Chapter 6, 7 & 8
Stradlater returns and reads Holden’s essay failing to appreciate its
significance. Holden grabs the essay back and rips it up.
The fact that Stradlater was on a date with Jane helps fuel the argument. Holden quizzes Stradlater as to what happened between the two and when Stradlater arrogantly gives details of their physical relationship, Holden attacks him. Stradlater pins him to the floor, punches him on his nose, making it bleed, all the while giving him verbal abuse. Battered and bruised, Holden goes into Ackley’s room to sleep.
Not being able to settle in Ackley’s room, Holden decides to leave Pencey
Prep early rather than waiting until the Wednesday (his official final day).
He decides that a trip to New York City for a few days before going home might be a good idea. Heading towards the exit of the dorm, he shouts ‘Sleep tight ya morons’ and leaves Pencey for good.
Holden takes the train to New York and meets the mother of one of his fellow
students, Ernest Morrow. Although Holden dislikes Morrow intensely, he makes up good stories about him saying what a clever student he is, whilst posing as a student adviser.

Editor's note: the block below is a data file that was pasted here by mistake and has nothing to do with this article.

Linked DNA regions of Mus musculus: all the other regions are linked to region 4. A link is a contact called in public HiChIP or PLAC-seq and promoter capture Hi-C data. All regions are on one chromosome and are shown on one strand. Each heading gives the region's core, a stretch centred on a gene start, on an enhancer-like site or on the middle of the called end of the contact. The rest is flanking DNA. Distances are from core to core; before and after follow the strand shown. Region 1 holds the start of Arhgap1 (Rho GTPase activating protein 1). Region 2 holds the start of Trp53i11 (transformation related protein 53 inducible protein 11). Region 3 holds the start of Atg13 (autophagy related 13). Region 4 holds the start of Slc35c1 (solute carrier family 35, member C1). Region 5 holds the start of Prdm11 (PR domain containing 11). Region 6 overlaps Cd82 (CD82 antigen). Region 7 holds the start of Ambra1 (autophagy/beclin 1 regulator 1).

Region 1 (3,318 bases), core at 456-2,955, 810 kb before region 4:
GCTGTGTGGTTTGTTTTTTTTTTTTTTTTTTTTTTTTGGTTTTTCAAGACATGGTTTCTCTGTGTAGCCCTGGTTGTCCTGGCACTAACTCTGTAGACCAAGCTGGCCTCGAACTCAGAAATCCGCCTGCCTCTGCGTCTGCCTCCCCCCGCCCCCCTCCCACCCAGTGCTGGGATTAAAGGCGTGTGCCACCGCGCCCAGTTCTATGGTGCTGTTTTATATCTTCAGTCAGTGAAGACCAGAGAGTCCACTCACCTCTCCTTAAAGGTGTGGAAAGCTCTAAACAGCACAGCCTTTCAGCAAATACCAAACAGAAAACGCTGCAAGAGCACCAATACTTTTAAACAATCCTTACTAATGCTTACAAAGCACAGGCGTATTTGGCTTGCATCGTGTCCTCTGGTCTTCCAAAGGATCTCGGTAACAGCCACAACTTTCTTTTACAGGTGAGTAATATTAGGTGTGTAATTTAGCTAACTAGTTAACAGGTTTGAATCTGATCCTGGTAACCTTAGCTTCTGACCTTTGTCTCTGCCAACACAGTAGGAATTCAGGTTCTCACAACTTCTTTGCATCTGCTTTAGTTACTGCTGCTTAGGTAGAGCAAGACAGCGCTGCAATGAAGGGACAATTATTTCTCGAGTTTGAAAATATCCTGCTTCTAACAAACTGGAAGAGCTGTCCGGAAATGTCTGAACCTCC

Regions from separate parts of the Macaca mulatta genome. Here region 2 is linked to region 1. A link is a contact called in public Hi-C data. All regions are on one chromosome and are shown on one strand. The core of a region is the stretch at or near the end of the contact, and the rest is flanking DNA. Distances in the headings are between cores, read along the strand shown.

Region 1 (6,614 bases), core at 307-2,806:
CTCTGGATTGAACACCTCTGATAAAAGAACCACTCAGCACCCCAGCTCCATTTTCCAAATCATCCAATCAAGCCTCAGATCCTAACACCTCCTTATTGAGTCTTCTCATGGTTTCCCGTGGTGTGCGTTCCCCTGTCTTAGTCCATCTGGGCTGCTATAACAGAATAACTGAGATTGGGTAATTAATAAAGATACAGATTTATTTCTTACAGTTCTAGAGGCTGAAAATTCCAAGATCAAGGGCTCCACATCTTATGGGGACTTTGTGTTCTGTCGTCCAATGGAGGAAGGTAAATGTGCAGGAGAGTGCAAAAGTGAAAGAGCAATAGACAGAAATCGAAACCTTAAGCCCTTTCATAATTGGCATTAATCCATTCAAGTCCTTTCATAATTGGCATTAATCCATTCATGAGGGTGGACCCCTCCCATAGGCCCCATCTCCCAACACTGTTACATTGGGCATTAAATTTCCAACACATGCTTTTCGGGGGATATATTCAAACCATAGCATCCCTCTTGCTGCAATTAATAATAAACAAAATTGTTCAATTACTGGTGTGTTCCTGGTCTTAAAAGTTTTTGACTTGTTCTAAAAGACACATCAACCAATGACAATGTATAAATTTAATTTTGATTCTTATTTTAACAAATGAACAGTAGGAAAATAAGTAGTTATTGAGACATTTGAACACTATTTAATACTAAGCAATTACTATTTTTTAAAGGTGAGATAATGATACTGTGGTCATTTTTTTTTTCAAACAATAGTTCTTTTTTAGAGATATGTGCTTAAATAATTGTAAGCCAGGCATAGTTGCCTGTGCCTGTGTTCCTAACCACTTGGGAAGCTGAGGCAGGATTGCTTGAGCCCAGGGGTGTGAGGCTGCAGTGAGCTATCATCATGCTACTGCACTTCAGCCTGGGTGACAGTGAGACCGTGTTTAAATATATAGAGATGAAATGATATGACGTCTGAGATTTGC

His explanation why he is leaving early before the end of the semester is
that he requires an operation for a brain tumor.
Holden shows kindness towards Ackley by allowing him to join him on a trip
to the town center.
In writing the essay for Stradlater, the reader is aware of the strong ties,
which exist between him and his deceased brother Allie. One questions why he chose this subject for the essay as it clearly would be wasted on Stradlater. Perhaps it is an early cry for help, not
particularly aimed at Stradlater, but at the world in general.
Stradlater’s criticism of the essay coupled with taunts about his relationship with Jane sparks Holden into attacking Stradlater, who duly humiliates and punishes him.
Humiliated and feeling only revulsion for his fellow students, even Ackley
due to his slovenly habits, Holden decides to seek solace somewhere else before going home. Perhaps New York City has the answer.
It is well to take stock at this stage remembering that the reader is
witnessing the slow onslaught of Holden’s nervous breakdown.
At no stage does Holden state that he fears for his sanity. Salinger merely describes a series of bizarre episodes, which lead you to only one conclusion – Holden is going mad.
Some of these events are: the strange hat; writing an essay for Stradlater
on such a personal topic; attacking Stradlater for casual talk about Jane; leaving the dorm in the middle of the night yelling insults to his fellow students; and habitual, ludicrous lie-telling.